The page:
Normally locking out occurs first and when the traffic light is green you can make your approach. Leave the lock approach buoy close to starboard and head towards the withies. Call the lockeeper on Channel 80 for advice.

Entering the lock at Heybridge, the traffic light on green can be seen on the shore to the left of the withies (chart point 5)

The Sea Lock is operated 1 hour before HW to 30 minutes after HW. During the summer months (April to September) the lock operates on all daylight High Waters. Due to it’s popularity during the summer months it it is always advisable to book a berth in the Heybridge Basin, especially at weekends when yacht club rallies often visit the Basin.

The Heybridge lock & basin.

Maldon

Passing Heybridge, Colliers Reach continues to the South South West, turning to the North West and hugging the Northern Bank. The channel continues to hug the Northern bank until you are roughly North of the Maldon Pier head, near the Maldon Sailing club, at which point the channel crosses to the Southern bank and stays there all the way to Maldon.

Pier head at Maldon (chart point 6)

The first settlers to the district came in the Bronze Age and settled to the north of what is now the town of Maldon. Salt marshes proved popular for salt harvesting as shown in the 1086 Doomsday survey where 46 salt pans were recorded in the Maldon area.

Hythe Quay at Maldon takes it’s name from the Saxon word Hythe meaning landing place and typically a multitude of Sailing Barges are seen moored up. Maldon sailing barges traded up and down the east coast and supplied much of London with agricultural products. Today, it’s a barge and traditional boat mecca and many barges still trade but now mainly with human cargo - for charter and river trips.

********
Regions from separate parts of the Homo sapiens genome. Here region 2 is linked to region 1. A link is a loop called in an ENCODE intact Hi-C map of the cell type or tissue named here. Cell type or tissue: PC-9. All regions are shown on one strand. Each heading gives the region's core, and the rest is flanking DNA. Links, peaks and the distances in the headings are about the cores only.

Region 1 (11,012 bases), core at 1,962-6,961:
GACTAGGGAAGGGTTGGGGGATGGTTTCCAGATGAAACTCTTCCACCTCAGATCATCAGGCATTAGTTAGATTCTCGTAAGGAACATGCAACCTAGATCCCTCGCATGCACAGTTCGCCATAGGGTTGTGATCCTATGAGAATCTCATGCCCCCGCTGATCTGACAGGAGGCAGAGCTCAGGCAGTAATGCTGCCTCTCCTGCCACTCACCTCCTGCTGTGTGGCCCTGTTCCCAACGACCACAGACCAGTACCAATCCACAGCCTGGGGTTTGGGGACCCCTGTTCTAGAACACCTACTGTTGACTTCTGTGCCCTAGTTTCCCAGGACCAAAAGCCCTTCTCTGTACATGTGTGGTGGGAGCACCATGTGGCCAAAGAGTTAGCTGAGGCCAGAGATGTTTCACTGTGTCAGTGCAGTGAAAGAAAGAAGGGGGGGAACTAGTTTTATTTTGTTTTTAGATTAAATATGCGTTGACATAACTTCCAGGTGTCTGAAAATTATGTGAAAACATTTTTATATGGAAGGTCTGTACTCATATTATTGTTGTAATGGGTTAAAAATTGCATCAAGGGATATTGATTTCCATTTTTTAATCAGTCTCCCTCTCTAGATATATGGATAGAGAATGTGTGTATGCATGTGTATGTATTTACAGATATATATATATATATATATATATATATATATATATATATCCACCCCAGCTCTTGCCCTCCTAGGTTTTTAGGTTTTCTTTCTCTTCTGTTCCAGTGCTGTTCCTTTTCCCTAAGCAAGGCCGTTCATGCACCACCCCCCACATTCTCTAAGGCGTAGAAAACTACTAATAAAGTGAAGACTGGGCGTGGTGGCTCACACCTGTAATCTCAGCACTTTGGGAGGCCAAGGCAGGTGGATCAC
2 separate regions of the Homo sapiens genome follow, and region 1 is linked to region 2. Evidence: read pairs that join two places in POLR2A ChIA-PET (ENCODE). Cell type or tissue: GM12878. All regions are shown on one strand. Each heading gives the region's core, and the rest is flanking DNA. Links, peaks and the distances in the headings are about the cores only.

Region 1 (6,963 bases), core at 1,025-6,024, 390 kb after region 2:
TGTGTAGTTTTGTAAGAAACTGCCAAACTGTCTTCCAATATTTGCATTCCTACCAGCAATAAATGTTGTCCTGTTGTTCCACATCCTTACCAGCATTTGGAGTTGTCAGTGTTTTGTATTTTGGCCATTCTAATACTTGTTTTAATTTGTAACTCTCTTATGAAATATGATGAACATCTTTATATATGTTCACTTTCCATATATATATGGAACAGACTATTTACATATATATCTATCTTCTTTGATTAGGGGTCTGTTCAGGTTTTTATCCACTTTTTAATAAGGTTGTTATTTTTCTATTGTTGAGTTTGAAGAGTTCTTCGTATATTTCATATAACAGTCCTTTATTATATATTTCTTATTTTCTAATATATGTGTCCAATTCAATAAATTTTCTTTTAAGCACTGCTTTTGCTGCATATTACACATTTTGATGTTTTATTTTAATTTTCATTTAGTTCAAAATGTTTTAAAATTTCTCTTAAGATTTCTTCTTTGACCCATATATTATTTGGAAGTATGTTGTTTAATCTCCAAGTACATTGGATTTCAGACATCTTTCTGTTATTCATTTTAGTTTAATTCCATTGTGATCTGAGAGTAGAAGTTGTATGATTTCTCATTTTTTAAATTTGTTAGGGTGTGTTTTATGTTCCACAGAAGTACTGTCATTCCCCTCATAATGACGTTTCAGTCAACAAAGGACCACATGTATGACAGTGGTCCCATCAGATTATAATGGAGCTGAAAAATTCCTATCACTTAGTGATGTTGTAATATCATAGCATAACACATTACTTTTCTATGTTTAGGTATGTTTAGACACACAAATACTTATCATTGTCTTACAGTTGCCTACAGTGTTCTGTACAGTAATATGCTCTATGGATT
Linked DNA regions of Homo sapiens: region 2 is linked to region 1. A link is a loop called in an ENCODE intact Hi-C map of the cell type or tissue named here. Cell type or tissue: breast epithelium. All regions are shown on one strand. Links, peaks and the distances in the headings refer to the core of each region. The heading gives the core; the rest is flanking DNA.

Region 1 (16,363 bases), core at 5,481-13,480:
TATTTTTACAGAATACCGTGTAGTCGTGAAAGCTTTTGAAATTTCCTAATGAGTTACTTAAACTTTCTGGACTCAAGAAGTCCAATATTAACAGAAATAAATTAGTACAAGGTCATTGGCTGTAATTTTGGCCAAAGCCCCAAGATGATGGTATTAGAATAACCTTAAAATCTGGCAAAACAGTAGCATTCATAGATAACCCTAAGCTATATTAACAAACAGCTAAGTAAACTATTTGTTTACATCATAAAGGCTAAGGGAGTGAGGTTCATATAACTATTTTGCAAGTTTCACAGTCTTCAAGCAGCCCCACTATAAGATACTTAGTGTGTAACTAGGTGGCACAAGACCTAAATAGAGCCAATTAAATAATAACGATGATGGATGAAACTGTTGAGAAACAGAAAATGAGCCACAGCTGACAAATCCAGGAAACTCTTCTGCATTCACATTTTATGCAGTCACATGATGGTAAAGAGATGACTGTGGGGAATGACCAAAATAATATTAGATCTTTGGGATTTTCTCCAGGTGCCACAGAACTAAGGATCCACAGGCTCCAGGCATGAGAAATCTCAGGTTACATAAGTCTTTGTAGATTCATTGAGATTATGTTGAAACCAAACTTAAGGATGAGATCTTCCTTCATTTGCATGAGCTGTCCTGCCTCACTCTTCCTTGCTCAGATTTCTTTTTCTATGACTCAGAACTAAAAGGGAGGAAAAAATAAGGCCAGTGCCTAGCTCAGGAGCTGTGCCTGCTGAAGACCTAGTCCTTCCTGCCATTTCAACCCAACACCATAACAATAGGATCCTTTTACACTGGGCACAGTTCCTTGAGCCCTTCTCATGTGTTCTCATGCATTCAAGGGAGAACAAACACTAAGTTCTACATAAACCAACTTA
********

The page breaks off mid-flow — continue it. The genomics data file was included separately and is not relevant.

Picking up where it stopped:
It is best to contact Maldon tourist Office for availablity on the Quay, but if you are staying you should be capable of taking the ground.

Maldon Quay lined with barges (chart point 7)

Maldon is a popular tourist destination by land and worthy of a visit by sea as long as you keep a keen eye on the tide to avoid becoming stuck in the mud of which there is plenty. So much in fact that Maldon now hosts an annual fundraising mud race with competitors running through the mud from Maldon across the other side of the river and back again.

Fact file

Web/Contact
Tollesbury Marina www.tollesbury-marina.co.uk
Bradwell Marina www.bradwellmarina.com
Blackwater Marina www.blackwater-marina.co.uk
Goldhanger Sailing Club www.goldhangersailingclub.org.uk
Marconi Sailing Club www.marconi-sc.org.uk
Blackwater Sailing Club www.blackwatersailingclub.org.uk





VHF/Phone
Tollesbury Marina
Ch 80 or 37 phone 01621 869202
Bradwell Marina
Ch 80 or 37 phone 01621 776235
Blackwater Marina Ch 37 phone 01621 740264
Heybridge Basin Ch 80 phone 01621 853506
CRS Marine Phone 01621 854684
Hythe Quay
(Maldon Tourist office)
Phone 01621 856503

Tides

Walton on the Naze
Range
Heights
Spring
3.8m MHWS 4.2
MLWS 0.4
Neap 2.3m MHWN 3.4
MLWN 1.1

Osea Island   Range Heights
Spring 4.9m MHWS 5.3
MLWS 0.4
Neap 3.1m MHWN 4.3 MLWN 1.2

Maldon Range Heights
Spring
MHWS 2.9
MLWS dries
Neap
MHWN 2.3 MLWN dries

Anchorages

Barnacle Anchorage South East corner of Osea Island
Avoid anchoring on the Oyster beds

Charts

Imray Y17
Admiralty SC5607

Thanks

Chart Y17 is reproduced with the kind permission of Imray. www.imray.com

Chart copyright UKHO. www.ukho.gov.uk

Words & pictures By Simon & Vicky Jinks, SeaRegs www.searegs.co.uk
©SeaRegs 2012

© Crown Copyright and/or database rights. Reproduced by permission of the Controller of Her Majesty’s Stationery Office and the UK Hydrographic Office (www.ukho.gov.uk).

This material is not for resale, redistribution or copying.
Not to be used for navigation.